The No Excuses Resolution: Accept No Cop-outs for Poor Gender Balance
Whether you are a marcher, a letter writer, or someone who makes calls; whether you call out organizers at events or through social media, you are bound to hear all sorts of excuses.
Just a few weeks ago, I received an email describing an intriguing project, the core of which involved interviews of folks from around the globe. Imagine my dismay when I saw the first seven interviewees: one woman and six men. Knowing the organizer, I emailed him saying he had a very cool idea but that I was disappointed with it featuring almost all guys. Somehow he thought that listing the woman first would count for something. Surely he was kidding. Then, he asked me for suggestions. Excuse #1, rejected. Next, he claimed this was just a start and sent a list of 100+ potential interviewees, of which only 12 were women. Excuse #5, rejected.
Of course this made me want to remind everyone of GenderAvenger’s top ten Beat the Excuses list, so I decided to reprise it here and ask you to commit to the No Excuses Resolution.
The No Excuses Resolution:
"I will accept no excuses for poor gender balance whether I hear them in person or through social media feedback."
Undoubtedly, you will find yourself needing to push back. We would love to hear about your experience, whether you were snarky or polite, and how the recipient of your comments reacted. Please email the exchange, and any new excuses you hear to email@example.com.
Go forth and speak up, because there is never an excuse for leaving women out!
Here are GenderAvenger’s top 10 Excuses and our suggested responses.
“We know we have no women. We are always looking for ideas. Could you please send some names?”
“This from the organization that has the largest list on the planet of knowledgeable people on your issue?”
Cultural change has to happen within an organization, so it is important to place responsibility where it belongs.
“I tried, but a lot of women were just too busy/unavailable.”
“Try harder. And next time figure out how to make your event more welcoming. Do you have a sexual harassment policy? Might you offer child care on site or list child care options?”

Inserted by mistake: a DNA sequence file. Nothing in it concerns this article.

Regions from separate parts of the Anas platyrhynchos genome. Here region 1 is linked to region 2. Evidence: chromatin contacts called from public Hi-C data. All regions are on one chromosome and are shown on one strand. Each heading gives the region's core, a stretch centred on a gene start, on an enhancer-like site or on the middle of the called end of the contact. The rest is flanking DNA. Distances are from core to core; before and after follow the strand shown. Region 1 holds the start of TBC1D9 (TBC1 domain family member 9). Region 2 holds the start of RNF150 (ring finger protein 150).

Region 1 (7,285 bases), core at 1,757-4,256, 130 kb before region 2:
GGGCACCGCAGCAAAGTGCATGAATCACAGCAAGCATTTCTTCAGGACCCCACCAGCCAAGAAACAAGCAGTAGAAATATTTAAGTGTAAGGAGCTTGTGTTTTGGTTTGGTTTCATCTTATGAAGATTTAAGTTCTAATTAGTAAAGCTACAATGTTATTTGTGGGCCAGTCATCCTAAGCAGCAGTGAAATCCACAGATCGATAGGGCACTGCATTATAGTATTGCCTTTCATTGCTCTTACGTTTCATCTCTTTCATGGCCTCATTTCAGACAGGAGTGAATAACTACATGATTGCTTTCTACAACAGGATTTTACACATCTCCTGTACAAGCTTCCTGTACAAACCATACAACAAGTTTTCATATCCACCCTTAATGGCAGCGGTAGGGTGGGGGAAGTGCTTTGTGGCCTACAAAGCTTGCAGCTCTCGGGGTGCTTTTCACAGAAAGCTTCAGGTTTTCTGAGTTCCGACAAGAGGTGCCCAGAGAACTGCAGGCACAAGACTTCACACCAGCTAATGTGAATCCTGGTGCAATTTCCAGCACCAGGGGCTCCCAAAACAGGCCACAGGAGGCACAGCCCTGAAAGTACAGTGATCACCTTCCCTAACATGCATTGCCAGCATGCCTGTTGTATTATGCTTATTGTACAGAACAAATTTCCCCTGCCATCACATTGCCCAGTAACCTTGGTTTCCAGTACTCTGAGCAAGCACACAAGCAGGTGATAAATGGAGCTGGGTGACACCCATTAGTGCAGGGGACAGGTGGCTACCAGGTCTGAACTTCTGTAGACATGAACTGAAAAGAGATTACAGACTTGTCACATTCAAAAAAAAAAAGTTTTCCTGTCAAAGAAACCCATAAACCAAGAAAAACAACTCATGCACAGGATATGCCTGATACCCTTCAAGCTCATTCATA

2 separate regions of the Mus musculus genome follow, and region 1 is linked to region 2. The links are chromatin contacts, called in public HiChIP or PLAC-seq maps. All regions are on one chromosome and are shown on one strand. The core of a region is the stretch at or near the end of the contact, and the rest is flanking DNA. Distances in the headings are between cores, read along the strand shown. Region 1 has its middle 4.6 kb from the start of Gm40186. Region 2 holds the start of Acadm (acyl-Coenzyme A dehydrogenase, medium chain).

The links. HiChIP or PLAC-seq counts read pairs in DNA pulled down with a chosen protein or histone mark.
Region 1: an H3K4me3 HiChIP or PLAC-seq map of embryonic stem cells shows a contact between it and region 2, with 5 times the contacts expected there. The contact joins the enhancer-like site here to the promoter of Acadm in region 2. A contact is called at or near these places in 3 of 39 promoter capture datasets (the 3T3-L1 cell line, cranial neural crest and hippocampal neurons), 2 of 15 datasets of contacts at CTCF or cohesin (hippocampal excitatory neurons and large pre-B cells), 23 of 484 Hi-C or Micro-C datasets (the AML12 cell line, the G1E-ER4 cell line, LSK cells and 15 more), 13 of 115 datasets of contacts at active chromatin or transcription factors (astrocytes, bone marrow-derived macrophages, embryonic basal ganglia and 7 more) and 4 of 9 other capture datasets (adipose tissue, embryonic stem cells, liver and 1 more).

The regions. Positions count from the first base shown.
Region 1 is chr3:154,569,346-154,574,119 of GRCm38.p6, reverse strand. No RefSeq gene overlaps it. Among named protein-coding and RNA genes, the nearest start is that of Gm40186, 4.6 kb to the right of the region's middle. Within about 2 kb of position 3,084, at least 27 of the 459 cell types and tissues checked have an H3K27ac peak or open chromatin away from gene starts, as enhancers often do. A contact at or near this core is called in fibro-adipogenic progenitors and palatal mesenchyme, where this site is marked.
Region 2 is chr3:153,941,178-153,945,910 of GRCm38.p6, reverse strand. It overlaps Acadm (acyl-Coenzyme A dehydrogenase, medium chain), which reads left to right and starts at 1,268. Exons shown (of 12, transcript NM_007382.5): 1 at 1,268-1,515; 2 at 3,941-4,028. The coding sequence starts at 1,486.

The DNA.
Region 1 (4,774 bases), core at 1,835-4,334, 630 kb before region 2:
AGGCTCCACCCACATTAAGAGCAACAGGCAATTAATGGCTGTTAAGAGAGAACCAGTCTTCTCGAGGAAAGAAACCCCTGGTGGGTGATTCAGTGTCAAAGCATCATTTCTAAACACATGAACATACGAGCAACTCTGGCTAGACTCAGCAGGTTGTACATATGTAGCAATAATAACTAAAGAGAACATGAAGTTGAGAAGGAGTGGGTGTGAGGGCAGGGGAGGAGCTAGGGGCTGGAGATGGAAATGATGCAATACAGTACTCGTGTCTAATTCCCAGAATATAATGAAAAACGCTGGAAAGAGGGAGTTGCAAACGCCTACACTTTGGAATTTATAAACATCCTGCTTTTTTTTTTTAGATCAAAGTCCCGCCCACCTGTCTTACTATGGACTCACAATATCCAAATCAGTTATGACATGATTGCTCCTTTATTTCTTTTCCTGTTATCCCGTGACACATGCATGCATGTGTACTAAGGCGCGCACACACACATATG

It is important to stress that extra effort (and looking beyond the “usual suspects” and making the event more woman-friendly) will result in better panels, better lists, and more satisfied audiences/readers. And, of course, if you are available, suggest yourself!
“I can’t believe I didn’t notice. How embarrassing.”
“We can’t believe it either. Don’t be embarrassed, do better.”
Certainly, it is okay to be more kind and say, “Yes, I was surprised. I really appreciate your acknowledgement and am hopeful that this will not happen again on your watch.” It is most important to establish expectations.
“You know how good we usually are and how hard we try. Look at last year…”
“That was then; this is now.”
"We were once better" is not an excuse for current failure, especially since what is happening in real time is what matters to onlookers. And, of course, the reaction to “last year we were much better” begs the question “so why not this year?”
“This is just the beginning. Stay tuned.”
“First impressions count. It is really hard to catch up once you have acceptances from a lot of men and few women.”
Initial announcements set the tone and can turn off attendees. When initial ads or conference speaker lists include few women, note what it will take to create gender balance by the time of the event, and suggest that, as the gender balance improves, new ads should be created and new speakers announced to show the improvement.
“23% is good; women make up less than 30% of the workforce” or “Studies show that 30% makes a big difference.”
“All the more reason to feature women to show they are welcome” or “Just think what 40 or 50% would do!”
It is important to aim high. Waiting for the numbers to catch up with the pressure of attention results in all too incremental change. Do not settle for artificial constraints.
“They weren’t on the publicity list but there were a lot of women present.”
“Present is not the same as presenting.”
Women featured onstage is a measure of how much an organization values women’s voices and understands that broadening the perspectives enriches the conversation.
“Our President is a woman and she opened and closed the event.”
It is important to communicate the excuse to the woman who is being used to back it up so she can influence future events.
“Look how many of our moderators are women.”
“Good, now put them on panels, too.”
Adding women moderators is a common response to criticism about the lack of women on actual panels. Moderators are important and can steer the discussion; however, they are not a substitute for the experts assigned panel seats.
Worse than any excuse is when a man who is questioned sends a woman to respond.
“You’re kidding. His response is that you should have to make the excuse?”
This has happened. It is worth noting in your response to the woman. “Thank you for responding, although I do think so-and-so should take some responsibility…” and then go on with your follow up message to the excuse given.